High molecular risk is the presence of any mutation in any of those categories or the presence of 2 high-molecular-risk mutations. It gets 2 points. Essentially, you may end up with 3 by applying those points. You essentially had 3 different risk categories, and you’ll see the difference in median overall survival depending on the score you get. If you end up with a patient who has a very high-risk score—50% of those people will not make it up to perhaps 2 years—then you can certainly justify a stem cell transplantation in this patient population. This is a reasonable inclusion of the molecular data that we have in a prognostic scoring system that has clinical data for that purpose. I’m curious to hear your thoughts about the outcome of stem cell transplantation. It’s always a huge point of discussion with patients. It’s the only curative treatment option for this patient population. Perhaps better selection of this patient population is always key moving forward.

The next prognostic model actually was made for the patients who developed myelofibrosis from ET [essential thrombocythemia] and PV [polycythemia vera]. Without laboring the point, it separates patients into 4 prognostic groups, which is important when you have some patients who have evolved from ET or PV.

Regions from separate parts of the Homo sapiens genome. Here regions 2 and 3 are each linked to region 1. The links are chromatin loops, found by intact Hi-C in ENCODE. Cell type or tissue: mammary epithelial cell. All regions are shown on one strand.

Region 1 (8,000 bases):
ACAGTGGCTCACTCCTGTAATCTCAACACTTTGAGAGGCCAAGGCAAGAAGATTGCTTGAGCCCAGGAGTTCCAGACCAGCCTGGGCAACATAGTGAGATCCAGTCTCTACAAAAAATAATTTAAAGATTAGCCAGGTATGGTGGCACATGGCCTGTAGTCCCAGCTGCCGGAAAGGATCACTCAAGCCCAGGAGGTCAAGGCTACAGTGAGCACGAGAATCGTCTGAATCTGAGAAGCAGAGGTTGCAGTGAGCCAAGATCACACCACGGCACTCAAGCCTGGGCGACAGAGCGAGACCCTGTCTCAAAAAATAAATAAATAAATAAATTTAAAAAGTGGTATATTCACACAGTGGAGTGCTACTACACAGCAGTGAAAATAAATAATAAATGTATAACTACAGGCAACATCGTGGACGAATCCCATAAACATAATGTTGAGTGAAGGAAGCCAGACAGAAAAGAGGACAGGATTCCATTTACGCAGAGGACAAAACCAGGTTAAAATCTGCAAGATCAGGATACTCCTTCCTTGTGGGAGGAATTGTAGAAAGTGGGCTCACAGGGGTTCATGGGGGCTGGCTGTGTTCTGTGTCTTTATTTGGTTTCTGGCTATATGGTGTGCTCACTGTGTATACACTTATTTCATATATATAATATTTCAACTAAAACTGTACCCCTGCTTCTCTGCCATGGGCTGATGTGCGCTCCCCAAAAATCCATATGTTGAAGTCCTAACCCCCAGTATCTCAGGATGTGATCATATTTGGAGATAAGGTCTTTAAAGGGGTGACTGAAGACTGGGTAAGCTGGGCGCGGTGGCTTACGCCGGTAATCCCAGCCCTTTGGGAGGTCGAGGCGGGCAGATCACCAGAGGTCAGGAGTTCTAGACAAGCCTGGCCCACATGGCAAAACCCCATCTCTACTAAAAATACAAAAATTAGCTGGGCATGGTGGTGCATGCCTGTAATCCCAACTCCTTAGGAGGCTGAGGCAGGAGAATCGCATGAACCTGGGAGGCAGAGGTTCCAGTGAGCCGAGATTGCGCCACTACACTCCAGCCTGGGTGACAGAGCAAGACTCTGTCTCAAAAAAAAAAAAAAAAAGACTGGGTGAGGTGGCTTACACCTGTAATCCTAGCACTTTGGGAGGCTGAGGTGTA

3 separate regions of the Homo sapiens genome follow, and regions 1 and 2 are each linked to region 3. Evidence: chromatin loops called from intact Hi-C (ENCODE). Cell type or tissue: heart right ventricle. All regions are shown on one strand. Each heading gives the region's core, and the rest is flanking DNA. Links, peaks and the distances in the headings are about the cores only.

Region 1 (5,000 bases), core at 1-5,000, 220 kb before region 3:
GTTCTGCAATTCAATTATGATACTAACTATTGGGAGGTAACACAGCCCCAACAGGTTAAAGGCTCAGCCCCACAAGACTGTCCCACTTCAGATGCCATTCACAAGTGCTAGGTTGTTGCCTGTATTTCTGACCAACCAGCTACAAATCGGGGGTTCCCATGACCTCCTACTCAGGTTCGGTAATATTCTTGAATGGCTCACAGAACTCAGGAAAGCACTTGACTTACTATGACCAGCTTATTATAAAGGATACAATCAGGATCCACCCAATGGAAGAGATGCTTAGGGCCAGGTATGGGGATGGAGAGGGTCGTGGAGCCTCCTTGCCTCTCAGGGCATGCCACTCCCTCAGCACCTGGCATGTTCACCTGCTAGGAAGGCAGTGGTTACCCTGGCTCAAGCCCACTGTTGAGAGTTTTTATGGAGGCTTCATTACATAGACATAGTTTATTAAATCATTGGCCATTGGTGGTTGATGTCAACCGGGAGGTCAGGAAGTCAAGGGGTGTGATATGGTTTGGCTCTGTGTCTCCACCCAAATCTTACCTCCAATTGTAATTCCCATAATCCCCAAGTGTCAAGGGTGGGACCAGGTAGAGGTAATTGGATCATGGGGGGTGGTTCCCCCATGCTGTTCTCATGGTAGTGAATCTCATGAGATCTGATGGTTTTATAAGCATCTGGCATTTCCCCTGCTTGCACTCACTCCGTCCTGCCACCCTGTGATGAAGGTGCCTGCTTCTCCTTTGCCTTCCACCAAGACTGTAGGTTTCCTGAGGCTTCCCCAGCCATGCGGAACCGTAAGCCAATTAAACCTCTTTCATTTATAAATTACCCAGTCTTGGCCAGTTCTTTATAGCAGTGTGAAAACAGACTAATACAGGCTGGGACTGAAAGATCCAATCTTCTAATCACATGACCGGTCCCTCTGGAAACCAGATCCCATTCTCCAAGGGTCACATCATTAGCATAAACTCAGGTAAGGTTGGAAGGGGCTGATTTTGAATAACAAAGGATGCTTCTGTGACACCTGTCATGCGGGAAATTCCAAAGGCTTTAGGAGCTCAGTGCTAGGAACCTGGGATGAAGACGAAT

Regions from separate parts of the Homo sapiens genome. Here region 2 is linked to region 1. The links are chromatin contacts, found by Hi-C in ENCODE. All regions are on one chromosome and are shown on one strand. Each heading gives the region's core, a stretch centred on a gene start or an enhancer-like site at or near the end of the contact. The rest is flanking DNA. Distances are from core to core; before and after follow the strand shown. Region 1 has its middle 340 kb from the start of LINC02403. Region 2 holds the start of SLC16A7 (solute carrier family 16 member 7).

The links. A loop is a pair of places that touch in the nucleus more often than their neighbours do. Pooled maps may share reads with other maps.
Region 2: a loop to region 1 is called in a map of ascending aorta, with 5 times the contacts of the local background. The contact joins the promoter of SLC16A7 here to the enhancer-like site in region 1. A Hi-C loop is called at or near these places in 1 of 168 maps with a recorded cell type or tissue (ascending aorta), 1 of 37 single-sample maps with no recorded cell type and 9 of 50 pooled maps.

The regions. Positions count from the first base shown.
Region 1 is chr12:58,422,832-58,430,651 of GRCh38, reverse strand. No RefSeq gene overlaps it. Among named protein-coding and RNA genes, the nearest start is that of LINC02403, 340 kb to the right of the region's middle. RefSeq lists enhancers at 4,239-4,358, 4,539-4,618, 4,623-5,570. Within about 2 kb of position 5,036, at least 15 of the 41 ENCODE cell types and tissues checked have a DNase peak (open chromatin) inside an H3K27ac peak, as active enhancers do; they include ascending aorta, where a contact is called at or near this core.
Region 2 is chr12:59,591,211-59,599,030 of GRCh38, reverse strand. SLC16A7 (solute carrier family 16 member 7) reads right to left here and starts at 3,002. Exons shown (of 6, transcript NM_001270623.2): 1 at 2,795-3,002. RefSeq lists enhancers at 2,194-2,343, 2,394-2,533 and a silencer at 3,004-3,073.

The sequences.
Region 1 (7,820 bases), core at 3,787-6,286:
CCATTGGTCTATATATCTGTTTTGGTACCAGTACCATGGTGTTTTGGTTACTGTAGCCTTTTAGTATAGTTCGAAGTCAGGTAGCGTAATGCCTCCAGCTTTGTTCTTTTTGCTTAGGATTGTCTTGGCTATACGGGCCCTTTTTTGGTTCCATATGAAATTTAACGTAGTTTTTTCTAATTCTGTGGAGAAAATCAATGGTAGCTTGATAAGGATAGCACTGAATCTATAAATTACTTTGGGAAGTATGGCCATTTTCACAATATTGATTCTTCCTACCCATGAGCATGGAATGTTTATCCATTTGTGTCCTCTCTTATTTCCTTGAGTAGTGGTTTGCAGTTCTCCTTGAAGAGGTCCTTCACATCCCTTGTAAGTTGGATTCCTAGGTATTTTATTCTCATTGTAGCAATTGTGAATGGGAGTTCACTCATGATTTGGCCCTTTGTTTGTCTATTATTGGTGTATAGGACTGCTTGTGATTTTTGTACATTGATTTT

Ruben Mesa, MD: These tools are quite helpful. They clearly overlap to a great degree. But fundamentally, there end up being 3 groups however we define them. We have the groups with a short survival: a year or 2 with pretty aggressive disease. We have those who are the long-lived patients with MF. We all have some patients who have dramatically long survivals with decades of disease. Then there is 1 group in the middle. Prithviraj, how big is that first group? That really high-risk group may be a bit more likely to travel to see you and your colleagues at [The University of Texas] MD Anderson [Cancer Center] with all your trials and options of that nature. How big is that group? What are the drivers of that group that are likely to go over to AML [acute myeloid leukemia]?

Prithviraj Bose, MD: In my estimate, that group is about 10% to 20%. That is the really high-risk group: patients with adverse carrier types, things like monosomy 7 and 11q23, complex carrier types, things like that. Of course, there are also the mutations that all of us have been talking about: ASXL1, SRSF2, and multiple others. Among them, U2AF1 is a relatively new kid on the block. All those are risk factors. There are some classic risk factors as well: anemia transfusion dependence and then the blast count of 10% to 19%, which is your accelerated phase. They obviously have a very high risk of transformation to AML. Finally, low platelets, less than 50 per mm3, is a very high-risk category.

This transcript has been edited for clarity.